RE: Waste Management in #OttCity

To: Maria McRae, Chair, City of Ottawa Environment Committee
CC: Scott Moffatt
Jim Watson (Mayor, ex-officio)

Dear Environment Committee Members,

I am writing you today in suggestion of a waste management strategy the City could enact as a means to achieve environmental and financial sustainability. I offer New Brunswick’s Wet/Dry waste management scheme and discuss its applicability to Ottawa.

New Brunswick’s largest metropolitan area, the Greater Moncton Area (GMA pop ~140, 000), introduced voluntary Wet/Dry waste separation in 1999 and required citizen’s participation in 2006. More than 51% of residential waste collected is recycled or composted; meanwhile, Ottawa’s solid waste diversion rate sits well below Moncton and just under the Ontario median of 36.8% at 32.3%.

The Wet/Dry program’s success is in its simplicity; residents use two transparent garbage bags, blue for dry and green for wet. Dry waste includes all refuse that is not wet or soiled, items that can be easily rinsed or wiped clean, recyclables and non-recyclables, all types of paper, cardboard, bottles, cans, etc. Wet waste includes all food items, soiled food wrappers, hygiene products, yard waste, tissues and paper towels, as well as any other soiled item that would contaminate the recyclables. Household hazardous wastes (batteries, paint cans, etc.) are collected at regular intervals during the waste collection schedule or any time at drop-off centre, and a sorting facility diverts recyclables and separates compostable waste from what will enter a landfill.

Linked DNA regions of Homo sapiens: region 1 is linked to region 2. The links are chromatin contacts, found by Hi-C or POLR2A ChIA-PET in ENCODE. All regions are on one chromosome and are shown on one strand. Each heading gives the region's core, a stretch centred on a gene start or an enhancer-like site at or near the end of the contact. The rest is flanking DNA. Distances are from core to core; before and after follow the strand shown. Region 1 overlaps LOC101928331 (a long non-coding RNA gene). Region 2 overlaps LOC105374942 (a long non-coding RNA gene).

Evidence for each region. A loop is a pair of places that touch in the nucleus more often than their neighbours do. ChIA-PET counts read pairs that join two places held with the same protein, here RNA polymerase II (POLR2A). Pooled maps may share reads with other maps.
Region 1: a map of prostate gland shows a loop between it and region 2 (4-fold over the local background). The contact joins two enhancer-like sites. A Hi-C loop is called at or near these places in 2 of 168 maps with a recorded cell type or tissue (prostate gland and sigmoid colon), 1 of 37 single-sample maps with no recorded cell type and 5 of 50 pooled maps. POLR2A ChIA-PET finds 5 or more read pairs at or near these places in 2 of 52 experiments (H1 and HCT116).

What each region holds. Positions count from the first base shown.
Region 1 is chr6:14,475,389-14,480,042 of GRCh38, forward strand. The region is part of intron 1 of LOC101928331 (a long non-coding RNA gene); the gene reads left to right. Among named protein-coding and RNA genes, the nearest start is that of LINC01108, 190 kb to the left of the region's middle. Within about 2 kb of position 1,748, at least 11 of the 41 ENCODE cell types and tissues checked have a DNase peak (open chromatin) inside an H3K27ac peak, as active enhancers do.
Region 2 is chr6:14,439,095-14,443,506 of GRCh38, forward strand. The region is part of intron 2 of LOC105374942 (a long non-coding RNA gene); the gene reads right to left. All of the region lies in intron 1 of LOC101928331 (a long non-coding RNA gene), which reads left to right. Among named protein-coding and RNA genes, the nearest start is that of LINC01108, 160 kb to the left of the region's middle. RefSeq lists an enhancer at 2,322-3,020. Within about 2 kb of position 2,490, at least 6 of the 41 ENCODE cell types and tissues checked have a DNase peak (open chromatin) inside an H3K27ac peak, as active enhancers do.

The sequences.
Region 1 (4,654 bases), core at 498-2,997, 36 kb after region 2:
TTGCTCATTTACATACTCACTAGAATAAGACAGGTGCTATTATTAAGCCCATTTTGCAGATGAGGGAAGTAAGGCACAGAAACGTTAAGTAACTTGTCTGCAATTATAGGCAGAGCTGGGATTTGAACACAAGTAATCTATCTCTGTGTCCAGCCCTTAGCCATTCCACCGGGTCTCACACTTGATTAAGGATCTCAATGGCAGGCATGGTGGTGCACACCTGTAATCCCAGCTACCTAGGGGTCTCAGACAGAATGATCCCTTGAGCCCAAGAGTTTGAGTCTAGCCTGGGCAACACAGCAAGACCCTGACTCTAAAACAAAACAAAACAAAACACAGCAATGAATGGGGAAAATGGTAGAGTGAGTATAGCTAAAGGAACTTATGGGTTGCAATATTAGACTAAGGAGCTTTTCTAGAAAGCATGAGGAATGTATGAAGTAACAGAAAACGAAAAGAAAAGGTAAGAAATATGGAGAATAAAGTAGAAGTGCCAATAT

The principal benefit of the Wet/Dry program is that citizens’ responsibility to properly and consistently separate waste is mostly taken up by staffed sorting facilities.This shift would help the City’s bottom line by stabilizing the supply of waste diversion products (compost soil and recycled materials), a problem that has dogged the Green Bin program in Ottawa. Additionally, the Wet/Dry approach creates permanent low-skill jobs. 

The GMA Wet/Dry program provides more than 70 jobs for the local economy and recovers and sends over 30 different products to recycling markets.

I hope some of the ideas I have brought to your attention strike a chord with your sensibilities and that your committee decides to study the feasibility of a Wet/Dry program in Ottawa.